Prepare to Be Actively Involved - You cannot go into your ministry assignment hoping that someone else will be able to take care of the financial, legal and business details of the church and you won’t have to worry about them. It’s a part of your job to make sure the church’s resources (building, property, staff, finances, etc…) are managed and stewarded properly.
· There may be people in roles, but they need you to be able to at least have intelligent conversations about these areas in order to lay out your expectations for these volunteer positions, answer questions when they come up and give vision and direction.
· Many times you’re going to be the ones training the volunteers to oversee these roles in smaller churches. And they’ll love Jesus, but they might not have the chops to do the role without some help. I’ve had seven different treasurers in 7 years – and only one was a CPA or had an accounting background. That happens.
· It’s ok if you don’t know how to have intelligent conversations immediately about every form, tax issue, loan term or report...but being able to do so soon needs to be on your radar and something you’re working towards.
Learn. Everywhere. Always. - You cannot neglect learning about and becoming proficient in the basic details of church leadership and administration. It’s never too early to start.
· So, pull out your CL&A books…and maybe even “The 7 Habits” if you’re feeling ambitious (list best CL&A books)
· If you’re currently an associate pastor, take every opportunity to sit on committees, go to board meetings, join the finance committee, help your lead pastor with Annual Reports, etc…
· Read the local church section of The Manual. Seriously, read it. Refer to it.
· Join webinars on church finances, tax preparation, non-profit businesses, etc…
· Find two or three mentors and put them on speed dial.
· Gather some folks around you who know what they’re doing and have them evaluate your leadership in particular areas.
Don’t Recreate the Wheel – These are three areas of practical things I wish someone had told me 7 years ago.
· Financial/Bookkeeping - Get to know a CPA yesterday. This may or may not be your church treasurer, but you need to know one and have their information in your favorites section of your phone. Use Quickbooks Online. No questions.
· Database Management/Record-Keeping - Become proficient in and use regularly a Church Management System – Elvanto is awesome. Church Community Builder is also good. Excel will not get it done. We are in the people business. We have to have a central place where we can access information and track progress. This is it.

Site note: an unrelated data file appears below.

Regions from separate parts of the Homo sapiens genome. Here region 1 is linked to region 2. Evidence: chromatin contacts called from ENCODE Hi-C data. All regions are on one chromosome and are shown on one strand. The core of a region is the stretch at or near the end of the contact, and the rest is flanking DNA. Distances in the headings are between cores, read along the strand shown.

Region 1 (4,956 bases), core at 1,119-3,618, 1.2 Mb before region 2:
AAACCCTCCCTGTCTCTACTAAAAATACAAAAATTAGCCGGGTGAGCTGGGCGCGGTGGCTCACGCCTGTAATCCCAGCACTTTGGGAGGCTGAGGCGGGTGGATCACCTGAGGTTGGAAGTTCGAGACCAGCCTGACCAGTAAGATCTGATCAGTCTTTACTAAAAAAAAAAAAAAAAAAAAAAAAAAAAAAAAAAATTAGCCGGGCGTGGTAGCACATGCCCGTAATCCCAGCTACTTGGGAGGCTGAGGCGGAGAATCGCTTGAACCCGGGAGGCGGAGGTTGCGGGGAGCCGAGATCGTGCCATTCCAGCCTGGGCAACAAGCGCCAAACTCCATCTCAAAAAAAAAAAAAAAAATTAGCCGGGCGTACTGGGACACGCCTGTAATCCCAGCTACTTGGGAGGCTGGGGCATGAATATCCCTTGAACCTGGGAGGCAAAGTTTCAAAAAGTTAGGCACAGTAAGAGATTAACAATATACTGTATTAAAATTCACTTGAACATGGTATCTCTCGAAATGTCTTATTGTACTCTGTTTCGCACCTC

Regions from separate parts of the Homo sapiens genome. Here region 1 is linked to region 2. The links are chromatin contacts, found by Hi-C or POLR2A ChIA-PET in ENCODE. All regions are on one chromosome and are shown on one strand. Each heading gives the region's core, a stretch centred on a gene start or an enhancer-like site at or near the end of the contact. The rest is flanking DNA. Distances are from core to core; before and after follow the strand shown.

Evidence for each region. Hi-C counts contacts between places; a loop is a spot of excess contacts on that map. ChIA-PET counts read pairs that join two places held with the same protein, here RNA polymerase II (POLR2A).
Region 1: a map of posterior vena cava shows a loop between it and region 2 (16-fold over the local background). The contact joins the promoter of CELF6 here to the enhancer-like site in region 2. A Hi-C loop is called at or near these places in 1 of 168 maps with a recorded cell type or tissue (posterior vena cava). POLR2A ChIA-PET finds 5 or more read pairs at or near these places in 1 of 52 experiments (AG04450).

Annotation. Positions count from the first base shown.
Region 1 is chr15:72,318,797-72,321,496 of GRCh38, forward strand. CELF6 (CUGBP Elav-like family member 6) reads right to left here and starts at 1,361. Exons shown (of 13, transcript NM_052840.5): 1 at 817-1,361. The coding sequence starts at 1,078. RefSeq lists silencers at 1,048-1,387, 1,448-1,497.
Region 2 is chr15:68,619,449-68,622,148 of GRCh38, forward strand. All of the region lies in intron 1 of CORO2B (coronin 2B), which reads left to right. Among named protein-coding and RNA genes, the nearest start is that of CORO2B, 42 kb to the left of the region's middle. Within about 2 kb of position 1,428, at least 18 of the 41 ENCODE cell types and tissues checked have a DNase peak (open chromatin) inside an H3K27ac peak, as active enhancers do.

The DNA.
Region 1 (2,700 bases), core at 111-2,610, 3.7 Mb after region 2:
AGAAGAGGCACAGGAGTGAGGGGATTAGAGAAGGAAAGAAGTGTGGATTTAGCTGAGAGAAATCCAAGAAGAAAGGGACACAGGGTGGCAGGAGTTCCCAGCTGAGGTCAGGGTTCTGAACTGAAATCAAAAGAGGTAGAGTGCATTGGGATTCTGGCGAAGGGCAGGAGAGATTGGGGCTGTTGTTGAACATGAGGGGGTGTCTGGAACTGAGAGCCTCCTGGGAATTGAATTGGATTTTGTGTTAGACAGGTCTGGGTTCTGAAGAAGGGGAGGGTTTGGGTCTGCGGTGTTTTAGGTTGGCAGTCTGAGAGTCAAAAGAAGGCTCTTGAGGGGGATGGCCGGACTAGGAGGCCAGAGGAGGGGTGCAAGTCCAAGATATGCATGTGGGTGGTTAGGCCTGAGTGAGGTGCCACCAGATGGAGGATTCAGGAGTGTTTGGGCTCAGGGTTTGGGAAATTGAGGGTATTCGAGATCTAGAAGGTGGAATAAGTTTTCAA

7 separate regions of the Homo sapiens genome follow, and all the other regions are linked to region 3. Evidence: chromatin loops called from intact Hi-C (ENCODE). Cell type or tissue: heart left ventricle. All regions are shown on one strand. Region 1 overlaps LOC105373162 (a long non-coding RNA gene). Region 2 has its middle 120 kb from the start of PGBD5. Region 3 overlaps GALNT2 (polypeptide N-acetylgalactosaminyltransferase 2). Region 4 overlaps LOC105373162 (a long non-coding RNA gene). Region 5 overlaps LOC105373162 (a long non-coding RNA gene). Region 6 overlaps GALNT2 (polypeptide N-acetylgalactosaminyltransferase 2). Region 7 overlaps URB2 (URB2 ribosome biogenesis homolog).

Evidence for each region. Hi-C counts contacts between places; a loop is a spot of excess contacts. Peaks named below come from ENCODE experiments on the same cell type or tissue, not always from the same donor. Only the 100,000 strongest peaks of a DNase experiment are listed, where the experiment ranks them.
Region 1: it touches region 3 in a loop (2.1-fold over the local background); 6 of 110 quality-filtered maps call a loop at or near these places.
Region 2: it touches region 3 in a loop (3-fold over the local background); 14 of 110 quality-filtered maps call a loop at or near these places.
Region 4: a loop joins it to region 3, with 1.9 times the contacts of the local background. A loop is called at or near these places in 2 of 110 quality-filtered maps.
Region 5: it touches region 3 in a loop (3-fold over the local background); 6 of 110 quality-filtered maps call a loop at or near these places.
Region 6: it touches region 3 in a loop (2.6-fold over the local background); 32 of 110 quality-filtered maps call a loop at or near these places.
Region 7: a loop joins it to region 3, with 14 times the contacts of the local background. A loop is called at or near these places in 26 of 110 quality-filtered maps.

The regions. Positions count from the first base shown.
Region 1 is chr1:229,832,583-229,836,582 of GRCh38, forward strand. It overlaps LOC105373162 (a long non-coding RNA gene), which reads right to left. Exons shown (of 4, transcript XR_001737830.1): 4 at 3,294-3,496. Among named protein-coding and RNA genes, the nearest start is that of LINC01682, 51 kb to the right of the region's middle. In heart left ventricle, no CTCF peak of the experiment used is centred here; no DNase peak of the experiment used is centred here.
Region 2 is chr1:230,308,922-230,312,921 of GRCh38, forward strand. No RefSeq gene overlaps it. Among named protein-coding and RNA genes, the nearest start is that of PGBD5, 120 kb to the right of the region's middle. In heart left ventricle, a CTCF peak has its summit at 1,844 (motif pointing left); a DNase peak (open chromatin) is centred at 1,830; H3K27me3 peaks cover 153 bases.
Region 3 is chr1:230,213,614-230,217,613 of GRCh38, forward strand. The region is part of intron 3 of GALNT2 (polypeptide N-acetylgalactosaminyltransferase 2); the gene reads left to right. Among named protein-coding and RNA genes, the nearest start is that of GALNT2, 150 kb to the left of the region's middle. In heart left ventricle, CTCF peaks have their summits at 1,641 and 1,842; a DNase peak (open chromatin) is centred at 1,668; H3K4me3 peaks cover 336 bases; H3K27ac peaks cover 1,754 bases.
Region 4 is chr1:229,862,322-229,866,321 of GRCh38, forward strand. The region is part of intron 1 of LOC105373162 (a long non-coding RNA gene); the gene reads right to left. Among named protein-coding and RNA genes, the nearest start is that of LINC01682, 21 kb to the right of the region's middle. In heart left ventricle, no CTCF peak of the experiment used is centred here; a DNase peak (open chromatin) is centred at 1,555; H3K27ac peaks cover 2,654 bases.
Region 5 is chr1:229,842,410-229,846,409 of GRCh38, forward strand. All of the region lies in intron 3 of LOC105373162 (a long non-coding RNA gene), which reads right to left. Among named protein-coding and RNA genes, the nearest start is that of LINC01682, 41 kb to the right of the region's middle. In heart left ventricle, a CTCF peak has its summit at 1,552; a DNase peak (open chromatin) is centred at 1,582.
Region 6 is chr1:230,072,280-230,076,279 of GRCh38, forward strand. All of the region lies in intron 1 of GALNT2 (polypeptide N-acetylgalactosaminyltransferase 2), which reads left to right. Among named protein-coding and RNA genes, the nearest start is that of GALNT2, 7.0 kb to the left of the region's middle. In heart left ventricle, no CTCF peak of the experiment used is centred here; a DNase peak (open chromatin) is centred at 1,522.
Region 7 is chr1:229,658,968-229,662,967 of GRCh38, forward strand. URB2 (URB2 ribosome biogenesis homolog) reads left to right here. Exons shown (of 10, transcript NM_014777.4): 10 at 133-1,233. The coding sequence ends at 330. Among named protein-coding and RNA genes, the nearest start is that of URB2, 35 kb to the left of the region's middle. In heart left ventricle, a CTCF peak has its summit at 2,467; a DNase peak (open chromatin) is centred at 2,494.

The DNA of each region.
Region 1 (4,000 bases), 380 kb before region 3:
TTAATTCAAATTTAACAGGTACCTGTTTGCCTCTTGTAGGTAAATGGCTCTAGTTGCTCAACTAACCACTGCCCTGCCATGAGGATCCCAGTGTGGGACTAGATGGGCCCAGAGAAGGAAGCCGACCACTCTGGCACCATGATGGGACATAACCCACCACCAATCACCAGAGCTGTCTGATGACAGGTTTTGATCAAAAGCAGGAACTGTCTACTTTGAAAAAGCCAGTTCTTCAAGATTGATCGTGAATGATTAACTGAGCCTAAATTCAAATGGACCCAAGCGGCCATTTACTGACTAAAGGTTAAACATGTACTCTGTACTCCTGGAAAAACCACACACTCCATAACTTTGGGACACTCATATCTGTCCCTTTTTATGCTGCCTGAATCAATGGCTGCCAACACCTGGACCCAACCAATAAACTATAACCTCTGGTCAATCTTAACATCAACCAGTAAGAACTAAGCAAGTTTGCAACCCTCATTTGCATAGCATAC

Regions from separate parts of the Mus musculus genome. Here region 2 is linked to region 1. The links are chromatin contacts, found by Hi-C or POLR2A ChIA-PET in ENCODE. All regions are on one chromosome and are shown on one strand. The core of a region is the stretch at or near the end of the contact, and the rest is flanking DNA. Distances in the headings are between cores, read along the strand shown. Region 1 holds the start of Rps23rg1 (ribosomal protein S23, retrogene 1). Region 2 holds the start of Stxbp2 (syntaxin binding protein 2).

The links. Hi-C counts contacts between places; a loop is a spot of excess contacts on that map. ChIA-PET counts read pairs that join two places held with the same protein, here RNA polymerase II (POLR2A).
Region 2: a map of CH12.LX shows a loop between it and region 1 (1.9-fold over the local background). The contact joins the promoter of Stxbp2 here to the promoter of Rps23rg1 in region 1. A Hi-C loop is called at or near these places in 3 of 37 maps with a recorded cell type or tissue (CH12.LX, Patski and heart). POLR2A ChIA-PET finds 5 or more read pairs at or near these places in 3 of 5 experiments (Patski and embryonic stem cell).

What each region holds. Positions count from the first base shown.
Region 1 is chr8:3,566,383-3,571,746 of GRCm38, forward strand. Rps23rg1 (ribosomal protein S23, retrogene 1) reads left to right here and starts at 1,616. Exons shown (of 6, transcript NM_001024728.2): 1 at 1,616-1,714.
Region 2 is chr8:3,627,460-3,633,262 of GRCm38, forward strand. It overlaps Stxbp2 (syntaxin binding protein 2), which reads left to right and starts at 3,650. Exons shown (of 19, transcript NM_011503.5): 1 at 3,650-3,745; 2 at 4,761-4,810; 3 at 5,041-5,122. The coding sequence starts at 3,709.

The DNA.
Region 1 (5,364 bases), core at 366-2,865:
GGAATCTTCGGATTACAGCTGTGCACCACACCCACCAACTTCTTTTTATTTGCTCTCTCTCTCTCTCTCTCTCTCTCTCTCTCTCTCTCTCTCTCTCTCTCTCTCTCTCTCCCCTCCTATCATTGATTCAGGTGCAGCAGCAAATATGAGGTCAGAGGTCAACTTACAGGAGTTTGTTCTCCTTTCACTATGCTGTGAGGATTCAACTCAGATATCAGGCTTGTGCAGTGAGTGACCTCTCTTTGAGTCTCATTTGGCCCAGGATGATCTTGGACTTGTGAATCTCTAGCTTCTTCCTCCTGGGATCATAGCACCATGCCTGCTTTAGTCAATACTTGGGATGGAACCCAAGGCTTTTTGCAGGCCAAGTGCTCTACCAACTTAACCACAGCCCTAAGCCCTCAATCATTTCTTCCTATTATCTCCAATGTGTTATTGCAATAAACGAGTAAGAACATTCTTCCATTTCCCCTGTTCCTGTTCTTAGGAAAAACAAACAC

· Church Board Meetings – Set a time limit (and hour and a half is what we use). Create a Consent Agenda (instructions here: http://www.boardstar.org/assets/documents/Consent%20Agenda.pdf) Include the following on it: Old Minutes, Financial Reports (P&L vs Budget Fiscal Year To Date, Current Balance Sheet, Previous month Transaction List), NYI & NMI Reports and any other things that fit the description for a Consent Agenda. Spend the rest of the time talking about a vision/mission issue that has been pre-planned.
Failure Is Only Final if You Quit
· You’ll make mistakes. You’ll learn for next time.
· You won’t know the answers. You can learn them.
· You’ll mess something up during tax season. The IRS is actually full of really nice people. You can actually call them and talk with them. They will actually help you. It’s great.
· You’ll miss some fine detail in The Manual about support staff or something. Your DS will understand.
· You won’t be the first person to make ____________ mistake. And you won’t be the last.
· People might think you don’t know what you’re doing sometimes. That’s ok, because you probably don’t. So, just get that out of the way and stop worrying about it.
· When you’re in the middle of “not-knowing-what-you’re-doing” a little positive self talk goes a long way…the church where you are is lucky to have a person like you doing the best you can to be their pastor…and to keep the church from being raided by the FBI. It’s going to be ok.